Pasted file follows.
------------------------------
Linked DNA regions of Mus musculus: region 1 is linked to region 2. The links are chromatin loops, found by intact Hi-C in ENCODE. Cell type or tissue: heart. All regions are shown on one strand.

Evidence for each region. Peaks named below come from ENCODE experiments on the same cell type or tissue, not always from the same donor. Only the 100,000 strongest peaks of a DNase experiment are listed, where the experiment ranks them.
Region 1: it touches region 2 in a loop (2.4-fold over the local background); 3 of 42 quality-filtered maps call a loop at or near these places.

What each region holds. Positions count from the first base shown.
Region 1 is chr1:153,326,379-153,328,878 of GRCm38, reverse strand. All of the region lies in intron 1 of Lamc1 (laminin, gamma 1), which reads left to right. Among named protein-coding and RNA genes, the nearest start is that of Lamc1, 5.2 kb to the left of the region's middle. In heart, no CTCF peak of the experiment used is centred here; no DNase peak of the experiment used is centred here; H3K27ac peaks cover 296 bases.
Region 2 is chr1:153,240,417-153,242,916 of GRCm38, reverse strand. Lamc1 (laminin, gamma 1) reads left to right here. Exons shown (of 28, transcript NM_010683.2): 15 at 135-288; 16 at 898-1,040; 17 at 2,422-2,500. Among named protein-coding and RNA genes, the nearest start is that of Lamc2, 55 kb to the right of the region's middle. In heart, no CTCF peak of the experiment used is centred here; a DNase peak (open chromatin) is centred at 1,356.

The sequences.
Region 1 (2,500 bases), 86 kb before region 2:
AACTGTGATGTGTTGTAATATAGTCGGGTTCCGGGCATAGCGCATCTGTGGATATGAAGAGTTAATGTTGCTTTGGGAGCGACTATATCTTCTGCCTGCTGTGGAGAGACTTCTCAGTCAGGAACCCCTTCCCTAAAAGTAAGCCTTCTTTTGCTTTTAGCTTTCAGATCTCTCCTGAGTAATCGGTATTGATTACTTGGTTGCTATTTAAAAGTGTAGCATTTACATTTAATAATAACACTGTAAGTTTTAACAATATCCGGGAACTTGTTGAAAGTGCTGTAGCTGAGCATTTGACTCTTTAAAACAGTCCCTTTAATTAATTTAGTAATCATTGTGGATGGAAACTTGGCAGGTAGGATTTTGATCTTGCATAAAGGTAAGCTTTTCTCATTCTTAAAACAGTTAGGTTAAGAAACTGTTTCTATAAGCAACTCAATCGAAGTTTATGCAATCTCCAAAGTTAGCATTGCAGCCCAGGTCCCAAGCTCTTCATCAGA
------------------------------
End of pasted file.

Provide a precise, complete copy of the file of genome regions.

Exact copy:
Linked DNA regions of Mus musculus: region 1 is linked to region 2. The links are chromatin loops, found by intact Hi-C in ENCODE. Cell type or tissue: heart. All regions are shown on one strand.

Evidence for each region. Peaks named below come from ENCODE experiments on the same cell type or tissue, not always from the same donor. Only the 100,000 strongest peaks of a DNase experiment are listed, where the experiment ranks them.
Region 1: it touches region 2 in a loop (2.4-fold over the local background); 3 of 42 quality-filtered maps call a loop at or near these places.

What each region holds. Positions count from the first base shown.
Region 1 is chr1:153,326,379-153,328,878 of GRCm38, reverse strand. All of the region lies in intron 1 of Lamc1 (laminin, gamma 1), which reads left to right. Among named protein-coding and RNA genes, the nearest start is that of Lamc1, 5.2 kb to the left of the region's middle. In heart, no CTCF peak of the experiment used is centred here; no DNase peak of the experiment used is centred here; H3K27ac peaks cover 296 bases.
Region 2 is chr1:153,240,417-153,242,916 of GRCm38, reverse strand. Lamc1 (laminin, gamma 1) reads left to right here. Exons shown (of 28, transcript NM_010683.2): 15 at 135-288; 16 at 898-1,040; 17 at 2,422-2,500. Among named protein-coding and RNA genes, the nearest start is that of Lamc2, 55 kb to the right of the region's middle. In heart, no CTCF peak of the experiment used is centred here; a DNase peak (open chromatin) is centred at 1,356.

The sequences.
Region 1 (2,500 bases), 86 kb before region 2:
AACTGTGATGTGTTGTAATATAGTCGGGTTCCGGGCATAGCGCATCTGTGGATATGAAGAGTTAATGTTGCTTTGGGAGCGACTATATCTTCTGCCTGCTGTGGAGAGACTTCTCAGTCAGGAACCCCTTCCCTAAAAGTAAGCCTTCTTTTGCTTTTAGCTTTCAGATCTCTCCTGAGTAATCGGTATTGATTACTTGGTTGCTATTTAAAAGTGTAGCATTTACATTTAATAATAACACTGTAAGTTTTAACAATATCCGGGAACTTGTTGAAAGTGCTGTAGCTGAGCATTTGACTCTTTAAAACAGTCCCTTTAATTAATTTAGTAATCATTGTGGATGGAAACTTGGCAGGTAGGATTTTGATCTTGCATAAAGGTAAGCTTTTCTCATTCTTAAAACAGTTAGGTTAAGAAACTGTTTCTATAAGCAACTCAATCGAAGTTTATGCAATCTCCAAAGTTAGCATTGCAGCCCAGGTCCCAAGCTCTTCATCAGA